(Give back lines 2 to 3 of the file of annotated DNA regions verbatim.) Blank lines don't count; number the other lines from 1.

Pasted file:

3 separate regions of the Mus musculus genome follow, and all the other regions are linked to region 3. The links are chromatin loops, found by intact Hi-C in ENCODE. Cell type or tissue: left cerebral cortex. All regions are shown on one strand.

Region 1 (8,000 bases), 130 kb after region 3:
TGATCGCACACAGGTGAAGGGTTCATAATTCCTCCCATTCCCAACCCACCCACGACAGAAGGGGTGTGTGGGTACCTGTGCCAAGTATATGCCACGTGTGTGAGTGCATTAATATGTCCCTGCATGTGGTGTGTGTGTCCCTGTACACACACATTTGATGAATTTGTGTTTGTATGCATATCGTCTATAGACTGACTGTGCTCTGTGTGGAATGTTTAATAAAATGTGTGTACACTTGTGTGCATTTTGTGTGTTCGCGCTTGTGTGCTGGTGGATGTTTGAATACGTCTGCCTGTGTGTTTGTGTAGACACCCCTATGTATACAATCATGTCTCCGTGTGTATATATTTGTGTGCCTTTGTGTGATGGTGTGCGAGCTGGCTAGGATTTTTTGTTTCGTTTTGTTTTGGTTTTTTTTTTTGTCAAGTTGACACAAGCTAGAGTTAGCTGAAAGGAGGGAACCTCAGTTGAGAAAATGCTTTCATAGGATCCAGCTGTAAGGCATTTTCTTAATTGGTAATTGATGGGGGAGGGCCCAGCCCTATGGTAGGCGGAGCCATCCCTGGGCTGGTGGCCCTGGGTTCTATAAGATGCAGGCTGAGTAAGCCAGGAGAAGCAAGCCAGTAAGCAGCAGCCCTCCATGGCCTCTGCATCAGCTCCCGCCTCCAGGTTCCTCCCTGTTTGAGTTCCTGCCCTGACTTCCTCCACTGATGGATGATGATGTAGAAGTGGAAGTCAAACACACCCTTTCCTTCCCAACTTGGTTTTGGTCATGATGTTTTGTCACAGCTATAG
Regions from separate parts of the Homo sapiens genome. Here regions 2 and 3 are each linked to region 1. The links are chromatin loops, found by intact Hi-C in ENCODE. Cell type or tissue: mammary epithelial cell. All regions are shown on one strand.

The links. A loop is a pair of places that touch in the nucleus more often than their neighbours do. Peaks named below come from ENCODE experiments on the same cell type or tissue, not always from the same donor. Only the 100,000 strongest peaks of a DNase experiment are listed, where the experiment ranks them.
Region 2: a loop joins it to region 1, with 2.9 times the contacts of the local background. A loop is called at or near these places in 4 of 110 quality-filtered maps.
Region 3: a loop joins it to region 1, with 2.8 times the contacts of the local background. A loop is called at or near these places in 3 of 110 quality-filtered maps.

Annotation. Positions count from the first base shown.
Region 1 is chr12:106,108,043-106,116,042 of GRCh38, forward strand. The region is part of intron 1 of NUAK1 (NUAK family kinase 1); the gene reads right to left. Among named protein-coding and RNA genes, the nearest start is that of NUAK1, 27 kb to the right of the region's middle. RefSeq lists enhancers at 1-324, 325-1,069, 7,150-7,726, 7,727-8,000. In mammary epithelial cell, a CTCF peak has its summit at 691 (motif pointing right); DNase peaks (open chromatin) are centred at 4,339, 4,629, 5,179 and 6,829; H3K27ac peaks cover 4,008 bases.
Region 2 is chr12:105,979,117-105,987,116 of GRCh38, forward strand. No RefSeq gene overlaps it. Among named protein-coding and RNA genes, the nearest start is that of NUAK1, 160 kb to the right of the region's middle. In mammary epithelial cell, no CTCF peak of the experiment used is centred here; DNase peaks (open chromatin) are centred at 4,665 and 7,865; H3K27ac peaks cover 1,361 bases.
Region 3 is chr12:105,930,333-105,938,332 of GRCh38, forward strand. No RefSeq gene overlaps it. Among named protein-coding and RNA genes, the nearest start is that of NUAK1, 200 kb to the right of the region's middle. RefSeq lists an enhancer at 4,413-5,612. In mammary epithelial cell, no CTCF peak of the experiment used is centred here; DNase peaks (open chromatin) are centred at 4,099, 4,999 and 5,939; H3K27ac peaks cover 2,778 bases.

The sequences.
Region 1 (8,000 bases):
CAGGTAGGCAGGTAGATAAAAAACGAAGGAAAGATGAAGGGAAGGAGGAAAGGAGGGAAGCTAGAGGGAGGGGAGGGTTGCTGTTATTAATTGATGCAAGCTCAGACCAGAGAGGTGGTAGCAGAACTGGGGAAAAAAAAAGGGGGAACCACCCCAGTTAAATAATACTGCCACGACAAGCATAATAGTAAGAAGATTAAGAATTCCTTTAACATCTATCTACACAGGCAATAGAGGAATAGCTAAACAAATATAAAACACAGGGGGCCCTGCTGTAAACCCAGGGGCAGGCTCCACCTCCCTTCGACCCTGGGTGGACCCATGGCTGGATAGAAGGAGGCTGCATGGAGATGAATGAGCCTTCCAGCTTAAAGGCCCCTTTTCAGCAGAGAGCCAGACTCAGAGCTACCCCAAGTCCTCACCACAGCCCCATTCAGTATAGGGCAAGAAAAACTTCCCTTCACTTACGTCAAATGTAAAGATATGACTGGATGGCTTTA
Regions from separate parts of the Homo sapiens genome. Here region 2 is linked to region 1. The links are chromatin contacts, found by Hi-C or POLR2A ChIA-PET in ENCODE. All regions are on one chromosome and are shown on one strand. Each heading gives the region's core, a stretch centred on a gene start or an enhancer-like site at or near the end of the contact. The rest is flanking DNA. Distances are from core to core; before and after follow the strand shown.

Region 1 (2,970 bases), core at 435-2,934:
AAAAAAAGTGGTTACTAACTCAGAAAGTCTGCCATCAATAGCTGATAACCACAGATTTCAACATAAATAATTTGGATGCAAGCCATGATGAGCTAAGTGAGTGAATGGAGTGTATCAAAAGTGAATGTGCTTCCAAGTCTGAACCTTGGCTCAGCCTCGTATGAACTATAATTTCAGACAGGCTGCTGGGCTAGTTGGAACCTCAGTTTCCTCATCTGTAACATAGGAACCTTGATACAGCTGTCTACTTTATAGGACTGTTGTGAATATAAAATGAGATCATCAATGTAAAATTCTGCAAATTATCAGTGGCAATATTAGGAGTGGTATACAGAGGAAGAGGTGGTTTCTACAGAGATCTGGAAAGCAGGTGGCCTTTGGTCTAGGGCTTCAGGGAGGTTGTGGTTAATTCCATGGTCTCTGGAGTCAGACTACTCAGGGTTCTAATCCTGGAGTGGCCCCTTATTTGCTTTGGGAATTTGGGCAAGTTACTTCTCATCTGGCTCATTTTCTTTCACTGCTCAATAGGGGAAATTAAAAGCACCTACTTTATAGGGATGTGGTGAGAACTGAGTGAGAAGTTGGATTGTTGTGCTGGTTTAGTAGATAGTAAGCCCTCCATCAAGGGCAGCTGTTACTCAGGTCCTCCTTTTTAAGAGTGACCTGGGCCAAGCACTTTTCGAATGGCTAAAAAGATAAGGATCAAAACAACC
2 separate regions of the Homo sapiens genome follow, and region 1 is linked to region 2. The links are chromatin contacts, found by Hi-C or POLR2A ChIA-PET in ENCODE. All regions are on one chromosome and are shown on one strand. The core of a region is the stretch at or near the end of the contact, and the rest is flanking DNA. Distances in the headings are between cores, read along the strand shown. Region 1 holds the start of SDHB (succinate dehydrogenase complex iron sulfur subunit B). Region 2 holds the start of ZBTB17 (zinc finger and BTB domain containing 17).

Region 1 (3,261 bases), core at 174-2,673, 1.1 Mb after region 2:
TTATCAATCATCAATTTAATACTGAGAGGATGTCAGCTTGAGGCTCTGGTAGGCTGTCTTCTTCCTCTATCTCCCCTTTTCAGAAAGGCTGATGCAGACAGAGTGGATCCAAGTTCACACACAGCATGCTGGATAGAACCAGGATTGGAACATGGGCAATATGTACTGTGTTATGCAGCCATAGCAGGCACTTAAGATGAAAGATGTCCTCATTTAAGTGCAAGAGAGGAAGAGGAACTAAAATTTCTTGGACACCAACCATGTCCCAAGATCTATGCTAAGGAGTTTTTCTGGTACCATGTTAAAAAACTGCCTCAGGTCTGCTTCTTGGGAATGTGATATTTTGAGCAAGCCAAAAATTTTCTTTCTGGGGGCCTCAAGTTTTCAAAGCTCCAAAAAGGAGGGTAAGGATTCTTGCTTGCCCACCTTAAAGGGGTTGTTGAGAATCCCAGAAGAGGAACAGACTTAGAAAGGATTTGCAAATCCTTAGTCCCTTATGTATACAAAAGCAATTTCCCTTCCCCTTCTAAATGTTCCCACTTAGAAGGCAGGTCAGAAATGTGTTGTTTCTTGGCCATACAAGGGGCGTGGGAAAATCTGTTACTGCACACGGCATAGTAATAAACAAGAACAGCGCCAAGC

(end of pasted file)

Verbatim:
Region 1 (8,000 bases), 130 kb after region 3:
TGATCGCACACAGGTGAAGGGTTCATAATTCCTCCCATTCCCAACCCACCCACGACAGAAGGGGTGTGTGGGTACCTGTGCCAAGTATATGCCACGTGTGTGAGTGCATTAATATGTCCCTGCATGTGGTGTGTGTGTCCCTGTACACACACATTTGATGAATTTGTGTTTGTATGCATATCGTCTATAGACTGACTGTGCTCTGTGTGGAATGTTTAATAAAATGTGTGTACACTTGTGTGCATTTTGTGTGTTCGCGCTTGTGTGCTGGTGGATGTTTGAATACGTCTGCCTGTGTGTTTGTGTAGACACCCCTATGTATACAATCATGTCTCCGTGTGTATATATTTGTGTGCCTTTGTGTGATGGTGTGCGAGCTGGCTAGGATTTTTTGTTTCGTTTTGTTTTGGTTTTTTTTTTTGTCAAGTTGACACAAGCTAGAGTTAGCTGAAAGGAGGGAACCTCAGTTGAGAAAATGCTTTCATAGGATCCAGCTGTAAGGCATTTTCTTAATTGGTAATTGATGGGGGAGGGCCCAGCCCTATGGTAGGCGGAGCCATCCCTGGGCTGGTGGCCCTGGGTTCTATAAGATGCAGGCTGAGTAAGCCAGGAGAAGCAAGCCAGTAAGCAGCAGCCCTCCATGGCCTCTGCATCAGCTCCCGCCTCCAGGTTCCTCCCTGTTTGAGTTCCTGCCCTGACTTCCTCCACTGATGGATGATGATGTAGAAGTGGAAGTCAAACACACCCTTTCCTTCCCAACTTGGTTTTGGTCATGATGTTTTGTCACAGCTATAG